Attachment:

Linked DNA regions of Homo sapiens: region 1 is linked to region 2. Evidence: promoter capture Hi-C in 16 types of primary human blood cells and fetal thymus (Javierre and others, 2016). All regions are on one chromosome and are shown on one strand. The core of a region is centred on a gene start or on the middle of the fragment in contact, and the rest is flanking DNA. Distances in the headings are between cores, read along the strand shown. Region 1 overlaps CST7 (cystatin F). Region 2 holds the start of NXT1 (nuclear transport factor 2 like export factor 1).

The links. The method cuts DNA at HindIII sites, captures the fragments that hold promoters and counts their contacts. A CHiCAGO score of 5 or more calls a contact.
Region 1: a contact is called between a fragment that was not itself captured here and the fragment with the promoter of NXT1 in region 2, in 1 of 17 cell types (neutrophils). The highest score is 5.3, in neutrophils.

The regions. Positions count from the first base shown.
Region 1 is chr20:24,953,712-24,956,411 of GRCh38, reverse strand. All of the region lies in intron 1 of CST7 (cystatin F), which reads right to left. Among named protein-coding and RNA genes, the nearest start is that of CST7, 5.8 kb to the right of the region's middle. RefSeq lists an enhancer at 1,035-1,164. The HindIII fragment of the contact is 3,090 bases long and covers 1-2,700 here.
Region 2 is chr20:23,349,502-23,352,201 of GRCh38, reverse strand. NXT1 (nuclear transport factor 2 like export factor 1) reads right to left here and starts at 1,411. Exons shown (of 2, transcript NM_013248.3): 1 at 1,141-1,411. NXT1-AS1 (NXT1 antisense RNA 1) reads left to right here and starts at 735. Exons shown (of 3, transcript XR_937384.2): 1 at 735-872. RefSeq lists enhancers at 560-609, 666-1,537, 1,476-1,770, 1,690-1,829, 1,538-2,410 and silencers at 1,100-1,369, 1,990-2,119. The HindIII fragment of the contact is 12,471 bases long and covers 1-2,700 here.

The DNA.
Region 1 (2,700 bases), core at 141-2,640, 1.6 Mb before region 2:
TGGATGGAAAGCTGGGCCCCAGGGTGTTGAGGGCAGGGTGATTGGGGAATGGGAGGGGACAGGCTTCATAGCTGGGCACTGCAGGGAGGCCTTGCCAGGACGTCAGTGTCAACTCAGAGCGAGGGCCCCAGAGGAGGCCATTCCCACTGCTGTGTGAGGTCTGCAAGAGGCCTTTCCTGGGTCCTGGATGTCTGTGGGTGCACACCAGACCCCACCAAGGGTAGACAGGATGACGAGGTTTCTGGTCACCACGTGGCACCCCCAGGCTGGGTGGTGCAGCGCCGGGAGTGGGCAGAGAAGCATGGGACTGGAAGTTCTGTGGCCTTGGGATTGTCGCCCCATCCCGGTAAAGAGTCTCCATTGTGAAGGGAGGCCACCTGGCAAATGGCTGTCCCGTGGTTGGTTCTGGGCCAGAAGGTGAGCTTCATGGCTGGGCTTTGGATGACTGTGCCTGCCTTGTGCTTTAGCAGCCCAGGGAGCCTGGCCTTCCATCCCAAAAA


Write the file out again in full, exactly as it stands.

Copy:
Linked DNA regions of Homo sapiens: region 1 is linked to region 2. Evidence: promoter capture Hi-C in 16 types of primary human blood cells and fetal thymus (Javierre and others, 2016). All regions are on one chromosome and are shown on one strand. The core of a region is centred on a gene start or on the middle of the fragment in contact, and the rest is flanking DNA. Distances in the headings are between cores, read along the strand shown. Region 1 overlaps CST7 (cystatin F). Region 2 holds the start of NXT1 (nuclear transport factor 2 like export factor 1).

The links. The method cuts DNA at HindIII sites, captures the fragments that hold promoters and counts their contacts. A CHiCAGO score of 5 or more calls a contact.
Region 1: a contact is called between a fragment that was not itself captured here and the fragment with the promoter of NXT1 in region 2, in 1 of 17 cell types (neutrophils). The highest score is 5.3, in neutrophils.

The regions. Positions count from the first base shown.
Region 1 is chr20:24,953,712-24,956,411 of GRCh38, reverse strand. All of the region lies in intron 1 of CST7 (cystatin F), which reads right to left. Among named protein-coding and RNA genes, the nearest start is that of CST7, 5.8 kb to the right of the region's middle. RefSeq lists an enhancer at 1,035-1,164. The HindIII fragment of the contact is 3,090 bases long and covers 1-2,700 here.
Region 2 is chr20:23,349,502-23,352,201 of GRCh38, reverse strand. NXT1 (nuclear transport factor 2 like export factor 1) reads right to left here and starts at 1,411. Exons shown (of 2, transcript NM_013248.3): 1 at 1,141-1,411. NXT1-AS1 (NXT1 antisense RNA 1) reads left to right here and starts at 735. Exons shown (of 3, transcript XR_937384.2): 1 at 735-872. RefSeq lists enhancers at 560-609, 666-1,537, 1,476-1,770, 1,690-1,829, 1,538-2,410 and silencers at 1,100-1,369, 1,990-2,119. The HindIII fragment of the contact is 12,471 bases long and covers 1-2,700 here.

The DNA.
Region 1 (2,700 bases), core at 141-2,640, 1.6 Mb before region 2:
TGGATGGAAAGCTGGGCCCCAGGGTGTTGAGGGCAGGGTGATTGGGGAATGGGAGGGGACAGGCTTCATAGCTGGGCACTGCAGGGAGGCCTTGCCAGGACGTCAGTGTCAACTCAGAGCGAGGGCCCCAGAGGAGGCCATTCCCACTGCTGTGTGAGGTCTGCAAGAGGCCTTTCCTGGGTCCTGGATGTCTGTGGGTGCACACCAGACCCCACCAAGGGTAGACAGGATGACGAGGTTTCTGGTCACCACGTGGCACCCCCAGGCTGGGTGGTGCAGCGCCGGGAGTGGGCAGAGAAGCATGGGACTGGAAGTTCTGTGGCCTTGGGATTGTCGCCCCATCCCGGTAAAGAGTCTCCATTGTGAAGGGAGGCCACCTGGCAAATGGCTGTCCCGTGGTTGGTTCTGGGCCAGAAGGTGAGCTTCATGGCTGGGCTTTGGATGACTGTGCCTGCCTTGTGCTTTAGCAGCCCAGGGAGCCTGGCCTTCCATCCCAAAAA